Helpless Muslim girl spat on and racially abused in Bristol city centre

Corn Street in Bristol city centre

A Muslim girl walking home from school through Bristol’s city centre was spat at and racially abused whilst no one intervened in her defence.

Now councillors in Bristol’s inner city ward where the 17-year-old girl lives say they fear there could be a backlash in Bristol if more “Islamophobic” incidents occur.

The girl, who has asked not to be named, was walking in the city centre along Corn Street wearing a headscarf when a man approached and started hurling insults at her. She tried to take the abuse in her stride, but the tirade got worse. The man began spitting in her face and all over her clothes and school bag.

The suspect was swearing and shouting insults against Islam and her supposed birth place – even though the girl was born in Bristol, has never lived outside the city and considers herself British.

Eventually the girl ran off and phoned her father who immediately came to pick her up. He took her to Trinity Road police station and made a formal complaint.

Lawrence Hill ward councillor Hibaq Jama, who has been supporting the family, said: “It was a cowardly thing to do, which totally humiliated the girl.

“One of the appalling aspects about this was that no one went to help the girl. I would like to think that most people who see a child being abused in public would do something, even if that is just call the police.”

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Ms Jama, Bristol’s first Somalian- born councillor, said the girl had been quiet and withdrawn since the incident and had suffered considerable emotional and psychological distress.

She said: “We’re talking about a very bright girl who was doing well with her A levels, who was outgoing, happy, friendly, who now is concerned about being alone in Bristol’s public places.

“She was picked on because she was wearing a headscarf. As if somehow wearing a headscarf ought to single someone out as a foreigner. This has lead to many of her friends who also wear headscarves to be worried about being alone in public.”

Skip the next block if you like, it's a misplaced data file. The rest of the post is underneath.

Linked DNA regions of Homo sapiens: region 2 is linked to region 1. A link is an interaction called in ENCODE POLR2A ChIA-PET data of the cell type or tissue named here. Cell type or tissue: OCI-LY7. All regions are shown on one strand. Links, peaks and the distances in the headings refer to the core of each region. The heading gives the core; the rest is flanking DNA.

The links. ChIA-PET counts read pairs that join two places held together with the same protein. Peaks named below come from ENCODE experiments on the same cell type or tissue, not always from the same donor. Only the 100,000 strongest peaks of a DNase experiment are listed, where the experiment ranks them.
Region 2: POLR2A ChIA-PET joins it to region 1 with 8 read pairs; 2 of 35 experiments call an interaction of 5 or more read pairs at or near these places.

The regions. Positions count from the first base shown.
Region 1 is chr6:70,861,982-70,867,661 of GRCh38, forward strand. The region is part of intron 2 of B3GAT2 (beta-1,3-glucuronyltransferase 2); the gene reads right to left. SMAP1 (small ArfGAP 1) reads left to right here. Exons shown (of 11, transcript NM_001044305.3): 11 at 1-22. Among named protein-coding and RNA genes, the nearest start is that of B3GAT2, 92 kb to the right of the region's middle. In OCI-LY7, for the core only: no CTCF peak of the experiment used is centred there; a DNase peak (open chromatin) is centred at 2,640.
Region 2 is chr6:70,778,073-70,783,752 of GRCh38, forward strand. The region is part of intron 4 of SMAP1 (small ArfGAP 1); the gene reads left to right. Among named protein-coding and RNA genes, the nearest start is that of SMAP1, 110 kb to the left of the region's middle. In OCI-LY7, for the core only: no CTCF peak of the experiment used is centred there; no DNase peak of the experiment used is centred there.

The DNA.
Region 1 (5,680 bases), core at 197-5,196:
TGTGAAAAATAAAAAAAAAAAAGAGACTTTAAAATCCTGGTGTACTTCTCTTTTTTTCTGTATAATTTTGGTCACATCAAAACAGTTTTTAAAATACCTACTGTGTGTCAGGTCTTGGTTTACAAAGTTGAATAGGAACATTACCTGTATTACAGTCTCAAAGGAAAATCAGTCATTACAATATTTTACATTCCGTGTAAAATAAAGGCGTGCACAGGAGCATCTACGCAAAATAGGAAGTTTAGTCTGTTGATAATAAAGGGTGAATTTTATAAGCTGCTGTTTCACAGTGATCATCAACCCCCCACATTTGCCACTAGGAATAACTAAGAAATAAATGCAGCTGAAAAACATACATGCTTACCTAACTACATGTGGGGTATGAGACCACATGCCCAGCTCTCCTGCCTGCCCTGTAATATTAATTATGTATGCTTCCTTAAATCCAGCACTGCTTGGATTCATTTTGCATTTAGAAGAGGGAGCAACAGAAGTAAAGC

Ms Jama and fellow ward councillor Margaret Hickman are both hoping the incident is an isolated one.

But they are worried that an undercurrent of Islamophobic rhetoric and anti-immigrant sentiment is in danger of “ghettoising” multicultural communities, such as in Lawrence Hill, fuelled by revelations about young British Muslim men travelling to fight in Syria and Iraq.

Ms Jama said: “Violent acts on girls makes counter retribution of one kind or another more likely. The community has worked hard to ensure it hasn’t happened in this case but I am concerned that if more young girls are abused due to religion or race that it could make counter retribution a likely consequence. Bristol as a city, along with all the necessary agencies, needs to acknowledge and address this problem now.”

Mrs Hickman said: “It is a very deep and complex problem. I heard of a young Muslim boy being told by some others in the school playground that he couldn’t play with them because he was ‘different’.

“The boy is only six and it makes you wonder how this kind of thing will play out in the years to come.

“I was speaking to a resident the other day – a white woman – who was annoyed about a group of young Somalian men making a lot of noise late at night. She said, ‘I’m not a racist, I just don’t want the anti-social behaviour to continue’ but she’s afraid of doing anything because of the fear of being branded a racist.”

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